Roche’s Gazyva wins Breakthrough Therapy status for lupus nephritis
Roche’s Gazyva has won Breakthrough Therapy status for its potential new use in the autoimmune disease lupus nephritis, as the Swiss pharma attempts to breathe new life into the drug currently approved in leukaemia and lymphoma.
Gazyva (obinutuzumab) works by targeting CD20, a protein only found in B-cells that cause leukaemia and lymphoma, and become abnormally stimulated in patients with Lupus.
With sales of around $240 million in the first half of the year, Gazyva (obinutuzumab) is currently one of Roche’s also-ran drugs, with its revenues being only a fraction of those achieved by its big cancer drugs.
But Roche thinks it has untapped potential as Gazyva has greater potency than its CD20-targeting cancer and inflammatory diseases blockbuster Rituxan in depleting B-cells in tissues and peripheral areas.
B-cells residing in tissues are thought to play a role in lupus nephritis, and they need to be completely depleted to fight the disease, Roche said in a briefing in its half-year results statement earlier this year.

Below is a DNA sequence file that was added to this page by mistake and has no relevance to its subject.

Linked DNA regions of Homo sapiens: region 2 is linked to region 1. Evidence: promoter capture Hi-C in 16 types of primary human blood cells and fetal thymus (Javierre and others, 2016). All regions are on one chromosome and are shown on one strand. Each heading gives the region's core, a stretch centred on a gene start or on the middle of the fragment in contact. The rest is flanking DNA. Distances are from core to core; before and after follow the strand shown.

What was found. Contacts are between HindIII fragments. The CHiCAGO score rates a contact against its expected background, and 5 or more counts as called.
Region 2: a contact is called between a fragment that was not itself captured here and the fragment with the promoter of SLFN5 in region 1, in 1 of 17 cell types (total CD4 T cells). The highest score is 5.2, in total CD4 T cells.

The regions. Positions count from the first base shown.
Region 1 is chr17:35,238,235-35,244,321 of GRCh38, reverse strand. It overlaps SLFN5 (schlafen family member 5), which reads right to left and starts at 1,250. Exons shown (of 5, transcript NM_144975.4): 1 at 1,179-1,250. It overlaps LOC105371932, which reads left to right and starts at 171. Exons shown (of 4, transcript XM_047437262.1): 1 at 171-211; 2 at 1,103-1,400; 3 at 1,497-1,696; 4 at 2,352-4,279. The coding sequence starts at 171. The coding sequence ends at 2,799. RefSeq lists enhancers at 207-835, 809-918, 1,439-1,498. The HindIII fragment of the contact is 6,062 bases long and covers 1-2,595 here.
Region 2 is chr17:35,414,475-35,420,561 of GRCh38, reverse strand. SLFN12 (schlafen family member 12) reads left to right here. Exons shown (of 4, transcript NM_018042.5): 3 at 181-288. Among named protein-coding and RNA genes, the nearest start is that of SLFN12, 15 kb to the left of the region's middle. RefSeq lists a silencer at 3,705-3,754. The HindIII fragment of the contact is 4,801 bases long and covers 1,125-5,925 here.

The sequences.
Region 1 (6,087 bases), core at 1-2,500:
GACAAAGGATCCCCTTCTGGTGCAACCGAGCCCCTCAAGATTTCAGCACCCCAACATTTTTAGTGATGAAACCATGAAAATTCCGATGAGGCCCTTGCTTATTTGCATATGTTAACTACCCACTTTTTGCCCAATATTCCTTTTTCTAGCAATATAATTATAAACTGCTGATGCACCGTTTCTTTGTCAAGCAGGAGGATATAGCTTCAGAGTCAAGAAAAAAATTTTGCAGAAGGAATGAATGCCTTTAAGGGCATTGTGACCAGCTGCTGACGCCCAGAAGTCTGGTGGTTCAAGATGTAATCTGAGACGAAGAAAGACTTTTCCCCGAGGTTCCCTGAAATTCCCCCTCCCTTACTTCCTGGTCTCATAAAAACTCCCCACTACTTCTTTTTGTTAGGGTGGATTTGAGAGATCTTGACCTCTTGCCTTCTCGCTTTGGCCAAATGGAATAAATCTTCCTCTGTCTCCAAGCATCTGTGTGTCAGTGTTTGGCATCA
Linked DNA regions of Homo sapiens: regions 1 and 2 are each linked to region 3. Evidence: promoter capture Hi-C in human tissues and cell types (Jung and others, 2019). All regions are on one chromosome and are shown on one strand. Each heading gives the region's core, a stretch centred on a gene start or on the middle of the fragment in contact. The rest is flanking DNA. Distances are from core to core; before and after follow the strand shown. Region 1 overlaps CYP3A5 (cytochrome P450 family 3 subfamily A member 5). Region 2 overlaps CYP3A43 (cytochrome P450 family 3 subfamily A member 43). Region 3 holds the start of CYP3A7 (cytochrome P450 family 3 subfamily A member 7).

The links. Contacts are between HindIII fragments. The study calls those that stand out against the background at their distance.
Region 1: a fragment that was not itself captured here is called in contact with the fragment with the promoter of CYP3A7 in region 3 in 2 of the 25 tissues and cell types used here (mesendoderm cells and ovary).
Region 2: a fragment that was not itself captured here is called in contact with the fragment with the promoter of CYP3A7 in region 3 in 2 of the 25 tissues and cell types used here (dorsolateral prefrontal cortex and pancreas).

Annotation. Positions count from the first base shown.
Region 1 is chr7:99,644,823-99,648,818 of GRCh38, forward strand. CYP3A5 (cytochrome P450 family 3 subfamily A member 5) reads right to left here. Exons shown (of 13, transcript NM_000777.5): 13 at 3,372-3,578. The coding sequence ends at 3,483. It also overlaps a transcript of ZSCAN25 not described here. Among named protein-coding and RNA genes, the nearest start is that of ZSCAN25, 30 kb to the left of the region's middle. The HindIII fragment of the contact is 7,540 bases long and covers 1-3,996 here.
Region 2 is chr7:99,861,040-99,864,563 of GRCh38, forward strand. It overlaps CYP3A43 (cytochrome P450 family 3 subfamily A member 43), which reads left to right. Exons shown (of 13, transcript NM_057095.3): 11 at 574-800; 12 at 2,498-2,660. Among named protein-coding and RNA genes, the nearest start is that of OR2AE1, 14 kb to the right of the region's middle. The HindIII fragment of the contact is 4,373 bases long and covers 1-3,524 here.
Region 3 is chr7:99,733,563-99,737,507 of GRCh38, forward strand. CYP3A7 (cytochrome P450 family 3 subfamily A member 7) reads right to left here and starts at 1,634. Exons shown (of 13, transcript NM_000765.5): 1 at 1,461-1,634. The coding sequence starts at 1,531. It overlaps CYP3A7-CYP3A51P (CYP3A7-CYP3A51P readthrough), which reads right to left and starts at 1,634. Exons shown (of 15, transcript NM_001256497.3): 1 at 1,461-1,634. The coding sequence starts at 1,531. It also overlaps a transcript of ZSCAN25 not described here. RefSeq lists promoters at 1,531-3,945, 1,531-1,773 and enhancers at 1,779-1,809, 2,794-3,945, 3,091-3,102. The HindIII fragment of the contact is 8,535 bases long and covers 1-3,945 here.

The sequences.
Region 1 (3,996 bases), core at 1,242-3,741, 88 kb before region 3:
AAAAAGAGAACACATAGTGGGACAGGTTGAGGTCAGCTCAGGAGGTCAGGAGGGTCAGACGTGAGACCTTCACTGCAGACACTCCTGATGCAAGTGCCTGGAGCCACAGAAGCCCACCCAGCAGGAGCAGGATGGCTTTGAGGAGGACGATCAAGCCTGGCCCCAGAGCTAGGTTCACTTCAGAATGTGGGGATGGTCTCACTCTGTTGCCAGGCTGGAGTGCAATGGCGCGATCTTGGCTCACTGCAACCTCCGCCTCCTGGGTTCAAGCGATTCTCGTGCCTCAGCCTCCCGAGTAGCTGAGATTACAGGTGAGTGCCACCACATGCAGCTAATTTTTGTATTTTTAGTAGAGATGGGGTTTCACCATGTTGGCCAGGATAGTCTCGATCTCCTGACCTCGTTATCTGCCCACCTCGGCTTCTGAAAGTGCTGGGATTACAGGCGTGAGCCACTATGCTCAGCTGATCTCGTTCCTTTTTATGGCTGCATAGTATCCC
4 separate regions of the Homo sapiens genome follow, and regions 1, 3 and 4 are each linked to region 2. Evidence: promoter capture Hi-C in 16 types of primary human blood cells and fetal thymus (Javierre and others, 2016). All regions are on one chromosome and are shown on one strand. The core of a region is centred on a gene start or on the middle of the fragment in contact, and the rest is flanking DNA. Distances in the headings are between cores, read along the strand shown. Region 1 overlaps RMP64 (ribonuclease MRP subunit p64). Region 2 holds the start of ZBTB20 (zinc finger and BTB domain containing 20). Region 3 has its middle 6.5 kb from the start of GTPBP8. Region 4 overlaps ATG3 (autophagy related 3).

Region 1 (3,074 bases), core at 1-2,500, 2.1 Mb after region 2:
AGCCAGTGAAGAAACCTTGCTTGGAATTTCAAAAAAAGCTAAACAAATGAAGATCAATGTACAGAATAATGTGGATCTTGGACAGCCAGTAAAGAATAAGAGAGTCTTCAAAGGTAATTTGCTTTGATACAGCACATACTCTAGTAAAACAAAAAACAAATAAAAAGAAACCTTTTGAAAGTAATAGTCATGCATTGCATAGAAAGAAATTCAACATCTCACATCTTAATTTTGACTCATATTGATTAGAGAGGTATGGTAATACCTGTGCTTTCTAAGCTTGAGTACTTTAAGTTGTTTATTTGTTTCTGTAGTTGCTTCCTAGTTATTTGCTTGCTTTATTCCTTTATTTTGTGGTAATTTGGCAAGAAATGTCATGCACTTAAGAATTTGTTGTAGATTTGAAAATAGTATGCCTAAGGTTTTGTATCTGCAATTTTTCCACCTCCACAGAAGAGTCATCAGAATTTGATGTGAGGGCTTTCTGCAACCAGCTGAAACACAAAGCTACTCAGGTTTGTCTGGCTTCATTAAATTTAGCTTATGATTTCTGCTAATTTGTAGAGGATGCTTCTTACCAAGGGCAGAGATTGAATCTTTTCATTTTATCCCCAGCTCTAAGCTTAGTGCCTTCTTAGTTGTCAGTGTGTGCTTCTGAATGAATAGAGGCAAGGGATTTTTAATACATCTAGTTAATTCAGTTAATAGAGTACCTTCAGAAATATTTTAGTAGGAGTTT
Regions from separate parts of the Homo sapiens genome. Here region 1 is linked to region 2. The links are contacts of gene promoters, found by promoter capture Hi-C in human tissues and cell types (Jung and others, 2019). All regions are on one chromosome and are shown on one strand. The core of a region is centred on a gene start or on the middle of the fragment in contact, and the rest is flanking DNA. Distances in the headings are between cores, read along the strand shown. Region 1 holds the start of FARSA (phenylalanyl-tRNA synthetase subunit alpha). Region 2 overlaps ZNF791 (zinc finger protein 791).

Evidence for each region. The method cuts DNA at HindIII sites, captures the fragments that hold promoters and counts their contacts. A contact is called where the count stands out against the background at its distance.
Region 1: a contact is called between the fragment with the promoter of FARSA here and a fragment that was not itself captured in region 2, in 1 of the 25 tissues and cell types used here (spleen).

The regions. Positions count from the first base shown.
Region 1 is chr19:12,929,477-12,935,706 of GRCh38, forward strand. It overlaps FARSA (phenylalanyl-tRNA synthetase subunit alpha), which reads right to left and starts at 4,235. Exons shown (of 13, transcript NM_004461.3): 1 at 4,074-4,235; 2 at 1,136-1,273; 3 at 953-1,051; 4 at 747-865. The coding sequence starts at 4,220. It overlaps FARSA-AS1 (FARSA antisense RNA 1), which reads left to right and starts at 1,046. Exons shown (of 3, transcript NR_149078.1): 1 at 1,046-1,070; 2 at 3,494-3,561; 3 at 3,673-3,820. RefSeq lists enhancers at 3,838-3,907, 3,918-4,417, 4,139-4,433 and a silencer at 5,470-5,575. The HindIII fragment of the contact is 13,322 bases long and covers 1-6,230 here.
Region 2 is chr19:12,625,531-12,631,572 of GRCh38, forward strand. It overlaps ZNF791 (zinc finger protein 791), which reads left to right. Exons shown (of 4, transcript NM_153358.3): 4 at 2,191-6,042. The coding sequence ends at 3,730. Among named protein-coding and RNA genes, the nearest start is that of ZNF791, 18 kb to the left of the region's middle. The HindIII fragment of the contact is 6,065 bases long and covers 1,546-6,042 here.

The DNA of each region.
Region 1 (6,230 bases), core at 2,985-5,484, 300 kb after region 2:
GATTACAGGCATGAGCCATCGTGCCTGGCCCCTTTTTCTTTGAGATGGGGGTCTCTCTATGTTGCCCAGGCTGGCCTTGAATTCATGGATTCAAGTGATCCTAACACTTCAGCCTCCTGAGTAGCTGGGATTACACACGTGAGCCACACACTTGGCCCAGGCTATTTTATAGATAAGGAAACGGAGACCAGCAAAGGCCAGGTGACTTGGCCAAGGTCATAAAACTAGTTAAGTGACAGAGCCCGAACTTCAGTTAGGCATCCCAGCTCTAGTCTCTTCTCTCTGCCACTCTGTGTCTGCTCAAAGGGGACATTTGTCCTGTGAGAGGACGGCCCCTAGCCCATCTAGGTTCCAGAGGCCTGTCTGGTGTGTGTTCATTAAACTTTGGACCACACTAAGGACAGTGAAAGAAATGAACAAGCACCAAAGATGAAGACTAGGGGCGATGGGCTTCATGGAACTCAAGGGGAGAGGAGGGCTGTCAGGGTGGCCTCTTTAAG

While the Swiss pharma is also developing Gazyva in various other cancer combinations, the FDA agrees with Roche about its potential in lupus nephritis, where it has granted it Breakthrough Therapy status.
This tag is set aside for medicines that could represent a substantial improvement over standard therapies for serious conditions – and as there are no FDA-approved drugs for lupus nephritis there is a need for progress in the disease.
Following the results of the phase 2 NOBILITY study, the FDA will expedite development of the drug and potentially give a faster six-month review of data when it receives a filing in the new indication. Roche plans to bring phase 3 studies next year.
NOBILITY showed Gazyva, in combination with standard care (mycophenolate mofetil or mycophenolic acid and corticosteroids), outperformed standard care alone in adults with the disease in achieving complete renal response at one year.
Lupus nephritis is a potentially life-threatening manifestation of systemic lupus erythematosus resulting from inflammation of the kidneys and is associated with a high risk of end-stage renal disease or death.
Lupus affects 24 people per 100,000 population globally, and up to 60% of those develop lupus nephritis, and around a quarter of people with the condition develop end-stage renal disease.
Around 90% of people with the disease are women and it overwhelmingly affects women from African, Hispanic, and Asian ethnic groups who are two to three times more likely to be diagnosed with lupus than Caucasian women. Currently there is no cure for lupus or lupus nephritis.
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